Rembrandt van Rijn, the Sacrifice of Isaac
This week we read the Torah portion of Vayeira in Genesis, which includes the great and terrible story of the binding of Isaac, the Akeidah, in which God tests Abraham by having him almost, but not quite, sacrifice Isaac on a rock. This portion is read annually on Rosh HaShanah as well, its connection the fact that a ram appears at the end of the story caught in a thicket by its horns, the model for all future shofars.
But this passage is much more than a mere animal story. Cryptic yet oddly repetitive, it raises a host of painful moral dilemmas and challenges us to think intensely about just what our relationship to God truly is.
According to the text of Vayera, God tests Abraham, Adonai nisa et Avraham, by commanding him to sacrifice his son, his only son, his beloved son Isaac. This triple identification of Isaac mirrors an earlier command in last week’s Torah portion of Lech Lecha to Abraham to begin his great journey towards God and monotheism. There the phrase is “leave, leave your land, your birthplace, and your father’s home.” Now he is being told to kill “your son, your only son, your beloved son, Isaac.” Beyond the obvious moral quandary, there are textual problems here: Abraham has another, older son, Ishmael, so Isaac is not truly his “only son.” Isaac is actually the son of his older age with his wife Sarah—so Isaac is Sarah’s only son. Clearly all God needs to say here is “take your son Isaac” and there will be no doubt who is intended for the sacrificial altar. Why all the extra language?
But the bigger problem is the fact that Abraham, who has shown a tendency to argue and fight against injustice, obeys this terrible command immediately, and he even does so with apparent relish. He doesn’t make a peep, doesn’t say a single word of objection to God, and in fact gets up especially early in the morning in order to fulfill this horrible command with energy.
The Torah narrative sets up this drama beautifully, painfully and tragically. Isaac goes along with his father—the phrase “the two walked on together” is repeated—and finally asks, “Where is the lamb for the burnt offering?” Abraham replies, correctly but ironically, “God will provide.” It is a weird and deeply troubling scene.
Finally, as Abraham is about to slaughter his son with a knife, an angel of God intervenes and the murder of the innocent, the sacrifice of Isaac, is stopped. Isaac lives, and the future of our people, Abraham’s children, is preserved.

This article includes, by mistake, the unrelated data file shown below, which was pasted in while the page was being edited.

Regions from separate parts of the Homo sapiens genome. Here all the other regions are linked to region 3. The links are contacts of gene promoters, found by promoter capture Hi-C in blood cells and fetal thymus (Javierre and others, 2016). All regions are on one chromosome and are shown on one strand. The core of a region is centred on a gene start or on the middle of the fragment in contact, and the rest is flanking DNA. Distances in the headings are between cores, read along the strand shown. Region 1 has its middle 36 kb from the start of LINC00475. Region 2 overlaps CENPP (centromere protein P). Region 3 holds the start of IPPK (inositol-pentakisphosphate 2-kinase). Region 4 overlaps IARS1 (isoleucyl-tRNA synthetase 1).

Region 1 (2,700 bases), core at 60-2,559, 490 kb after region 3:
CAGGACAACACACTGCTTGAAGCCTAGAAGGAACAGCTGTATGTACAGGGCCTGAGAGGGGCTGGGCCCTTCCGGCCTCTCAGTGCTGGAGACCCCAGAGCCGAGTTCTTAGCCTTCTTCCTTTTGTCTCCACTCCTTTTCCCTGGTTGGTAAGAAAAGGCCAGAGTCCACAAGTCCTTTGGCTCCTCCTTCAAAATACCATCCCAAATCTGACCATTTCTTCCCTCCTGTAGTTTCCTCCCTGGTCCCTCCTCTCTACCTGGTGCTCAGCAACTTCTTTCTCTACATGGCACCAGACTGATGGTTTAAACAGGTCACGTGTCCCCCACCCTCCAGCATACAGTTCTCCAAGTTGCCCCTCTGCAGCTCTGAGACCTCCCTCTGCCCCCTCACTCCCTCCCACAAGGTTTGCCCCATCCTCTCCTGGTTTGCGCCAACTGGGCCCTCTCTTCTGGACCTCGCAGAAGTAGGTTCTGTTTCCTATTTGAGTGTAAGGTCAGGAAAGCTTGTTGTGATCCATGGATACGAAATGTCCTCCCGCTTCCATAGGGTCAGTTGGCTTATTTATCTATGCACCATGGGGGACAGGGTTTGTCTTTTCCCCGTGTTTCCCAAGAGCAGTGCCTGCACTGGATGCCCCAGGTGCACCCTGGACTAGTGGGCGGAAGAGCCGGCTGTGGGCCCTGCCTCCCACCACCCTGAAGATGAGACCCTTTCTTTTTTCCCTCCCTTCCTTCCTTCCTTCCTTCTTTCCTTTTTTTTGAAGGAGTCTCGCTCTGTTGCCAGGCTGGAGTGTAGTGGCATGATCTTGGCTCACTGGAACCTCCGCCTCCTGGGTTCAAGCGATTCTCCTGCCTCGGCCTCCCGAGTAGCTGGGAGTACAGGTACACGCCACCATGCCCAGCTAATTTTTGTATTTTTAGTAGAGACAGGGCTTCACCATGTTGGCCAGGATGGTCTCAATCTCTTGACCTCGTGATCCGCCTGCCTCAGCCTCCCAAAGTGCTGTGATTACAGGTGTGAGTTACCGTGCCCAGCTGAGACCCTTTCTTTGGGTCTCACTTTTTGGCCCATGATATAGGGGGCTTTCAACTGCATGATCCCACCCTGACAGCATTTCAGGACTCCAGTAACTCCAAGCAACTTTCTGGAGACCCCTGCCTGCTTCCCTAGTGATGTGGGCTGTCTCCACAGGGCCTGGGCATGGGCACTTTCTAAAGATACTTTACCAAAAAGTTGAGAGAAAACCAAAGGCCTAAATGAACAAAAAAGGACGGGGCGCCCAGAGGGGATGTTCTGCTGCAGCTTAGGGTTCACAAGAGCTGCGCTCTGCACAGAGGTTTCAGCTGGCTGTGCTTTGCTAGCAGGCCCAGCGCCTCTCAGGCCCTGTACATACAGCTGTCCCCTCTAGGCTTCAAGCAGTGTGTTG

Today we read this problematic text through our own contemporary eyes, and we likely miss what it meant in an ancient world in which children were often sacrificed to placate one god or another. In its place and time this was most probably a polemical tale designed to teach the prohibition on human sacrifice. Remember, ultimately Isaac is spared, and Abraham is told never again to think of sacrificing his son.
Children are not meant to be slaughtered on the altar of their parents’ beliefs. God does not want the blood of the human “lamb,” our Lord does not truly desire the destruction of His own children. In fact, God desires life.
Other religions have carried this Akeidah story to a different, bloodier, more horrible conclusion, believing that human sacrifice and suffering are the essential elements in religious life. But the story of the binding of Isaac makes it clear that killing our own kids, and the glorification of the loss of a child, will never be acceptable to Jews.
In fact, Abraham’s urgent rush to fulfill God’s weird and painful command to kill his son reminds us that we can embrace morally bad decisions with great fervor. And many, many times in human history we have sent out children off to die for causes that were far from ethical.
The great World War I poet Wilfred Owen paraphrased this theme in his verse, “The Parable of the Old Man and the Young”:
So Abram rose, and clave the wood, and went,
And took the fire with him, and a knife.
And as they sojourned both of them together,
Isaac the first-born spake and said, My Father,
Behold the preparations, fire and iron,
But where the lamb for this burnt-offering?
Then Abram bound the youth with belts and straps
and builded parapets and trenches there,
And stretchèd forth the knife to slay his son.
When lo! an angel called him out of heaven,
Saying, Lay not thy hand upon the lad,
Neither do anything to him, thy son.
Behold! Caught in a thicket by its horns,
A Ram. Offer the Ram of Pride instead.
But the old man would not do so, but slew his son,
And half the seed of Europe, one by one.
We still engage in such choices, and like Abraham we still fail the test too often. May we learn from this Akeidah test of Abraham’s to choose life, and not sacrifice, for our children.